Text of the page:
Alaska and the oil companies developing the Prudhoe Bay and Point Thompson resources located on the remote North Slope are sitting on a lot of gas that can be used by Alaskan consumers and exported if the stakeholders can work through a maze of financial and technical considerations. With a cost estimated between $45 and $65 billion (2012 dollars), there is a mountain of details to be worked out before a final investment decision is made, but the project has advanced since Breaking Energy’s last conversation with Larry Persily, Federal Coordinator for Alaska Natural Gas Transportation Projects.

Larry Persily will be speaking about federal gas export laws and providing updates on this project at the North American Gas Forum held in Washington DC September 28-30.

The North American Gas Forum once again will bring together senior decision makers from across the natural gas value chain, uniting industry, regulators and government and focus on ways the industry can collaborate to grow the regional and global natural gas and LNG markets, promote candid debate and exchange and advance the industry.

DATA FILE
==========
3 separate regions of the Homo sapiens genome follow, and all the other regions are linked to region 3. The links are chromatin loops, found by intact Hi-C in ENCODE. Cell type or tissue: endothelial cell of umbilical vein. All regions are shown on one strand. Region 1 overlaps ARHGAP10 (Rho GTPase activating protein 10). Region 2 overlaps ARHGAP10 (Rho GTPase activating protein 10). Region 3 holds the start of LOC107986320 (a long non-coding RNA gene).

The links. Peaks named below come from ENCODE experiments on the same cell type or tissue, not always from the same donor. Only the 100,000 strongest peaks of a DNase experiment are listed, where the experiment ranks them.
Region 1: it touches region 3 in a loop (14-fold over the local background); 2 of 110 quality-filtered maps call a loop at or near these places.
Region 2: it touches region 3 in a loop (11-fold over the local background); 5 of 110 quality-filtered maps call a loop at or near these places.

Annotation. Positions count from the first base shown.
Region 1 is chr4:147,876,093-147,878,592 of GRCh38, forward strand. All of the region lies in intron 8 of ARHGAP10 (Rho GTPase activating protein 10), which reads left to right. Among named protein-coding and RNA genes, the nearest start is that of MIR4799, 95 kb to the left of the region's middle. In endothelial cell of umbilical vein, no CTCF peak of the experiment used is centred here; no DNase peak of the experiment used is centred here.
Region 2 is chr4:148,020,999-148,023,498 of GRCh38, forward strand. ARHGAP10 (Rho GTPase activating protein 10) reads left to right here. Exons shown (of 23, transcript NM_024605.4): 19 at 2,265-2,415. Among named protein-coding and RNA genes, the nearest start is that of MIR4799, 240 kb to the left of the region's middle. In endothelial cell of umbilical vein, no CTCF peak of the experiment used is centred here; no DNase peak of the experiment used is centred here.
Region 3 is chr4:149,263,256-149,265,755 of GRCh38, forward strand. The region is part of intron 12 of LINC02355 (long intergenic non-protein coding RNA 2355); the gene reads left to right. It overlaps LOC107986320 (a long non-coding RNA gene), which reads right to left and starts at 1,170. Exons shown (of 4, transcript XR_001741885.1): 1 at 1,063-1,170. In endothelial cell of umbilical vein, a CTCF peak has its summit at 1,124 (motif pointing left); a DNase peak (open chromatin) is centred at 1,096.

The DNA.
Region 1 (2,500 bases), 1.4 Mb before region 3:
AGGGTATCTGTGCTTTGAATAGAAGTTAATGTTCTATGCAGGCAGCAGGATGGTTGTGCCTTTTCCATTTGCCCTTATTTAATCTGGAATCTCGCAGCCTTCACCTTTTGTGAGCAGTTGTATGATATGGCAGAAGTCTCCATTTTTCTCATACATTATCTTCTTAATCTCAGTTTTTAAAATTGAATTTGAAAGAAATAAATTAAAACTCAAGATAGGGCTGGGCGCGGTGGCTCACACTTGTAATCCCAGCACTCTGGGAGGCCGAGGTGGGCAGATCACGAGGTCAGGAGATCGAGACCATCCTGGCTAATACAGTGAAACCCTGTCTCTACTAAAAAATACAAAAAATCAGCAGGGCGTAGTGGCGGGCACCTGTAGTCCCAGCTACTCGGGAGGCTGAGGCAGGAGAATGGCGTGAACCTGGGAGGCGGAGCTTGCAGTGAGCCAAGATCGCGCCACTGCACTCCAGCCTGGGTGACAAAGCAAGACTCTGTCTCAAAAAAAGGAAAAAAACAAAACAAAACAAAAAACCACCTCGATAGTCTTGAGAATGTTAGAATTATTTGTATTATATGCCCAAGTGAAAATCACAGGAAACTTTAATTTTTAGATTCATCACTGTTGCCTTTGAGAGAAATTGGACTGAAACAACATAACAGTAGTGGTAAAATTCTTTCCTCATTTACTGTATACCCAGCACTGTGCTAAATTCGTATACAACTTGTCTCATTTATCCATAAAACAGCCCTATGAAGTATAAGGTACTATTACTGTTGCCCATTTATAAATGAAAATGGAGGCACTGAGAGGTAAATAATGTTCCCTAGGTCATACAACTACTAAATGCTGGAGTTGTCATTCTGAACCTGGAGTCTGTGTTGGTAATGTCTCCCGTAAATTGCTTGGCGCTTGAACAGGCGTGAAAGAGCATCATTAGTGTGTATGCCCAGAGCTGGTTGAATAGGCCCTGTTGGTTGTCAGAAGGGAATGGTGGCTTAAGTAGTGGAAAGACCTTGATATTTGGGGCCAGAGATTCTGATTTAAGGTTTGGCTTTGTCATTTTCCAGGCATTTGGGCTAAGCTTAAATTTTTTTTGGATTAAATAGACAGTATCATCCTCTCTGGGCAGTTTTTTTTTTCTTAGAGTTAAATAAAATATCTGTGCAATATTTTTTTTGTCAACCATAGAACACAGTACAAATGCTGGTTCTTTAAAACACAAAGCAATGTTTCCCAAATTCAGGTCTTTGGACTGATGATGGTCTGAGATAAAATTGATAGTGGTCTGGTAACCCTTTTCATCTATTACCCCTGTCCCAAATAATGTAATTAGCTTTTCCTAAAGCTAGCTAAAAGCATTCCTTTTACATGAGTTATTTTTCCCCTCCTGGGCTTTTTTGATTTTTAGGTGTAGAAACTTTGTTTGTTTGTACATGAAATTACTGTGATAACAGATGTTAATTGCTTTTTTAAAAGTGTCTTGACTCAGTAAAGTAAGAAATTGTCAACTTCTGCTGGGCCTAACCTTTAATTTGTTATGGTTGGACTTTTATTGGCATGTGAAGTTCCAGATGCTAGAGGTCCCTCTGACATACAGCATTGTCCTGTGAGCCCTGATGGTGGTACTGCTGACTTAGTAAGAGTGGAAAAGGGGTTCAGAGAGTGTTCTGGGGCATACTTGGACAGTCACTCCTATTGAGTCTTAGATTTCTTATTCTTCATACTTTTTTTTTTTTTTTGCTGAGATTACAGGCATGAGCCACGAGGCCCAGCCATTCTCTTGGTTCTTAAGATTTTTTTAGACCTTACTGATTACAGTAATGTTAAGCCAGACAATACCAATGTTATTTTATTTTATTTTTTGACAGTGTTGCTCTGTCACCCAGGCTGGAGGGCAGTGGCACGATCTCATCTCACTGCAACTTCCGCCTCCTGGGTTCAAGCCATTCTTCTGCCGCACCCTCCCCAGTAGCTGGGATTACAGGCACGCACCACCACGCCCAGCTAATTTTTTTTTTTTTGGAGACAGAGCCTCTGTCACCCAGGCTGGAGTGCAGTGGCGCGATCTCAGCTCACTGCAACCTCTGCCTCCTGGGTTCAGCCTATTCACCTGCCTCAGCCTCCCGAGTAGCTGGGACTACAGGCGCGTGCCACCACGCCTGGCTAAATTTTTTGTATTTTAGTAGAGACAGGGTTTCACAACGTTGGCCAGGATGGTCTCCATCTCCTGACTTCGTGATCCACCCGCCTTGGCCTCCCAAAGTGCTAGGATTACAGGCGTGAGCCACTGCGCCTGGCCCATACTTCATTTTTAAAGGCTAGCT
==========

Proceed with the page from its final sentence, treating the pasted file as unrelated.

One important development – though specific to oil instead of natural gas – was the state’s oil tax regime adjustments that oil companies lobbied hard to get approved. The previous system championed by former Governor Sarah Palin was replaced at the beginning of the year with a new plan that stripped out a surcharge that increased along with oil prices. This price-sensitive component increased long-term financial planning uncertainty, the oil industry argued, while opponents of the tax regime change called it a Big Oil giveaway. The oil company compensation versus state tax revenue debate is likely to continue for some time.

Nevertheless, the companies developing North Slope oil resources – ExxonMobil, ConocoPhillips and BP – would also be some of the main investors in the Alaska LNG project – along with TransCanada and the State of Alaska – so longer-term oil tax stability removes an element of uncertainty, which is important when deciding whether to make the substantial capital investments required to build the LNG project.

“The oil policy changes are encouraging to the industry,” Persily said.

Another important development was state approval of “enabling legislation” that allows the State of Alaska to become an equity investor in the project.

“The legislation allows the state to take ownership of about 25 percent of the gas produced for the project in lieu of receiving payments for its royalty share and production taxes. The state would then sell its 25 percent of the gas and use the proceeds to pay its processing, pipeline and liquefaction expenses, depositing the balance in the state treasury. …The state would take an ownership stake in the LNG plant equal to its percentage of gas flowing down the line and would contract with TransCanada for the company to take the same percentage ownership on behalf of the state in the pipeline and North Slope gas treatment plant,” according to a statement.